We recognise that the best place for learning may not always be in a conventional classroom environment, whether this is because there is a focus upon community based learning, the generalisation of learnt skills across settings or because the outdoors creates an intrinsically engaging and motivating setting in which to plan learning experiences.
We acknowledge the importance of outdoor learning and sustainability and have worked hard to produce many outdoor learning opportunities across the curriculum. We have extensive grounds at our Napier Miles Road site that have been adapted to enable a wide variety of outdoor teaching to take place. These facilities include: a large playing field; a forest school provision; large playgrounds with areas for active and quiet activities; a walled secret garden with a large polytunnel and raised beds for growing flowering plants, fruit and vegetables; compost bins and a water butt to encourage recycling and conservation; a large outdoor pergola that can be used as a base for group teaching sessions; a pond with a dipping platform; and natural habitats for a variety of creatures. We have recently been awarded the Royal Horticultural Society Five Star Gardening School award. This is the highest level that can be achieved. This award represents all the hard work that all students have put into growing and maintaining a successful garden, sharing produce with our wider community and developing an understanding of the importance of nature in our outdoor envionment.
What happens at Forest School?
Forest School sessions are held in our Forest School area, Meadow School and Secret Garden alongside Horticulture sessions. These areas are located on the safe and secure private grounds at Kingsweston’s Napier Miles site, this allows for our pupils to be comfortable with an outdoor approach to education and play whilst in familiar surroundings.
We have a circle area for seating made from wooden benches which surrounds our fire pit. Wind breaks around the benches provide protection from the wind and create a cosy, enclosed area for a calm time to be together as a group.
Classes from Primary, Secondary and our offsite provisions at Shirehampton & Brightstowe all receive opportunities for sessions throughout the year.
Classes receive a block of around 10 – 14 sessions in the year, each session lasting for around 2 hours. The group will have introductory sessions exploring the site, establishing physical and behavioural boundaries, safety procedures, hygiene and routines.
Once the group is established and routines are set up, the sessions develop through a child-led approach with opportunities for sessions to be taken back to the indoor setting to be continued.
It is fundamental that a child’s basic needs are met before any higher learning can take place (Maslow’s Pyramid of Hierarchical Needs).
- Warmth – correct clothing provided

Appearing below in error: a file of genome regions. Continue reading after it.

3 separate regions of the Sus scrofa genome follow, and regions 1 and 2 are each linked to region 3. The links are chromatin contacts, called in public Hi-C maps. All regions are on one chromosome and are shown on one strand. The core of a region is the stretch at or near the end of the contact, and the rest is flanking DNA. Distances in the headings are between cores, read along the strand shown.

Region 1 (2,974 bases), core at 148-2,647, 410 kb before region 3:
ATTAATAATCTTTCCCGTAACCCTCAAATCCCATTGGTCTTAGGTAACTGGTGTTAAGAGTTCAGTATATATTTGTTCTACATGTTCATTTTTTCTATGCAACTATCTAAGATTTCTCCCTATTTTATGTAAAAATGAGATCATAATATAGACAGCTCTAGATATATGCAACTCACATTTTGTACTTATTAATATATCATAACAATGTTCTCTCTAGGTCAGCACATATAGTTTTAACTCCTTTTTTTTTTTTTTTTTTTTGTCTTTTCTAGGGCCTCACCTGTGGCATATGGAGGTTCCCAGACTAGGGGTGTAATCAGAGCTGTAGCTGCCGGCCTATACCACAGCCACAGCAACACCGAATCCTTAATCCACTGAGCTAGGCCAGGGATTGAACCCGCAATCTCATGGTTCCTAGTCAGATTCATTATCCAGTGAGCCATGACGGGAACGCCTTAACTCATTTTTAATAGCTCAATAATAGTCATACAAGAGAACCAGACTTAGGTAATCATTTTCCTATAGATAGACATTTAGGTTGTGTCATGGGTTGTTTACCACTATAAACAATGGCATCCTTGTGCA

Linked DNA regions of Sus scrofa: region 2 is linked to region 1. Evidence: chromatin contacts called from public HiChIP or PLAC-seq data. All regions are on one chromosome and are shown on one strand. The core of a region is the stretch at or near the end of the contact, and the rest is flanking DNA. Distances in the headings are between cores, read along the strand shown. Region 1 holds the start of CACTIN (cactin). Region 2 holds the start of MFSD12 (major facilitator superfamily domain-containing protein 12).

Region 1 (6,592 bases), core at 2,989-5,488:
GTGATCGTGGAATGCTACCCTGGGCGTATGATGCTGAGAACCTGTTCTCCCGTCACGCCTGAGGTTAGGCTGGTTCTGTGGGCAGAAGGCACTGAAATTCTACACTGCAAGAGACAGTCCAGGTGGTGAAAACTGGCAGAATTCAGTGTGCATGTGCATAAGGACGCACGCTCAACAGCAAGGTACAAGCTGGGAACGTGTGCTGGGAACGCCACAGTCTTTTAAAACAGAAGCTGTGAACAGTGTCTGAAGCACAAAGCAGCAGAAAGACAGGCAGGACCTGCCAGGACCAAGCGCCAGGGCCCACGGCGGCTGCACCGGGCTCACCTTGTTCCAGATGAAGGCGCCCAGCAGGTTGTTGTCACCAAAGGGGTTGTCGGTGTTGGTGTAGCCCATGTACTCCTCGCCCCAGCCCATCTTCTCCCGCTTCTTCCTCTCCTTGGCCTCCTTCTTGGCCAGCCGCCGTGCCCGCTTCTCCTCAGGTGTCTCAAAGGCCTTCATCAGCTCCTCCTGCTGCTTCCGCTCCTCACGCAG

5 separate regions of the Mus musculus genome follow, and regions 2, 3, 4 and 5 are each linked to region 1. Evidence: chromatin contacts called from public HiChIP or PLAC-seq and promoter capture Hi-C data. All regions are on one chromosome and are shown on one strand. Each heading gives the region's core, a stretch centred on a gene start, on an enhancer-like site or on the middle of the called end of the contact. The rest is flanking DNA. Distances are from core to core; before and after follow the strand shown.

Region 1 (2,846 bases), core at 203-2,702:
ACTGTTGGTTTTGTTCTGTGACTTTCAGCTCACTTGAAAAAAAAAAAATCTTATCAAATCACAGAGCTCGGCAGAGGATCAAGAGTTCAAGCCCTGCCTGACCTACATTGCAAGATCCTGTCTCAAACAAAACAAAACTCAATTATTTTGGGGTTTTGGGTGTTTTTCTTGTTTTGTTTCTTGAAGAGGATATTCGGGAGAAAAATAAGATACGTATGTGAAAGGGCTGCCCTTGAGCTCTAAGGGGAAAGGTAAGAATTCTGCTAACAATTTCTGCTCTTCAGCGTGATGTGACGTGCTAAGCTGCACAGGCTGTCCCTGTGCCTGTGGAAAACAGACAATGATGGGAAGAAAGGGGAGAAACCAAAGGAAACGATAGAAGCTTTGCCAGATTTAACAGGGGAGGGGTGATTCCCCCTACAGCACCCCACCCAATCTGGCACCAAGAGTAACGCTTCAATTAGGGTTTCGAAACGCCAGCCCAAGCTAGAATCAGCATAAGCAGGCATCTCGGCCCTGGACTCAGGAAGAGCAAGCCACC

- Food- Healthy snacks and meals
- Drink – Hydrated water /hot drinks
- Safe – individuals feel safe both physically and emotionally
Pupils are asked to bring in appropriate clothing and footwear but we are able to provide this where necessary. Each session will involve a snack and a drink appropriate to the climate.
Before each session a dynamic risk assessment of the area is undertaken, for example checking the weather has not caused any damage or felled branches overnight.
Studies have found that pupils have improved health and wellbeing, motor skills and behaviour through outdoor learning opportunities.
Children will often come home with something they have created or found in our outdoor sessions; this is to encourage parent interest and communicative interaction.
All sessions are designed around the needs of each class and are individually tailored. Forest School sessions are traditionally learner-led. This will take time with our pupils as they need to learn how to be independent learners.
Sessions are designed around a theme; themes are sometimes subtle such as evolving or exploring the site or more obvious such as butterflies, birds, nature investigators or wildlife conservation. Many areas of the National Curriculum are covered in the Forest School experience without the sessions needing to be curriculum led. With small achievable tasks, teamwork skills are developed through games and activities. Individual skills and self-esteem are developed throughout activities such as hide and seek, shelter building, treasure hunts or environmental art. Each activity develops communication skills as well as practical and intellectual skills.
When appropriate, tools are used in Forest School sessions; introduced gradually with a structured safety base that your child will become familiar with. The use of tools promotes trust and self-confidence within those taking part; their use will develop both gross and fine motor skills.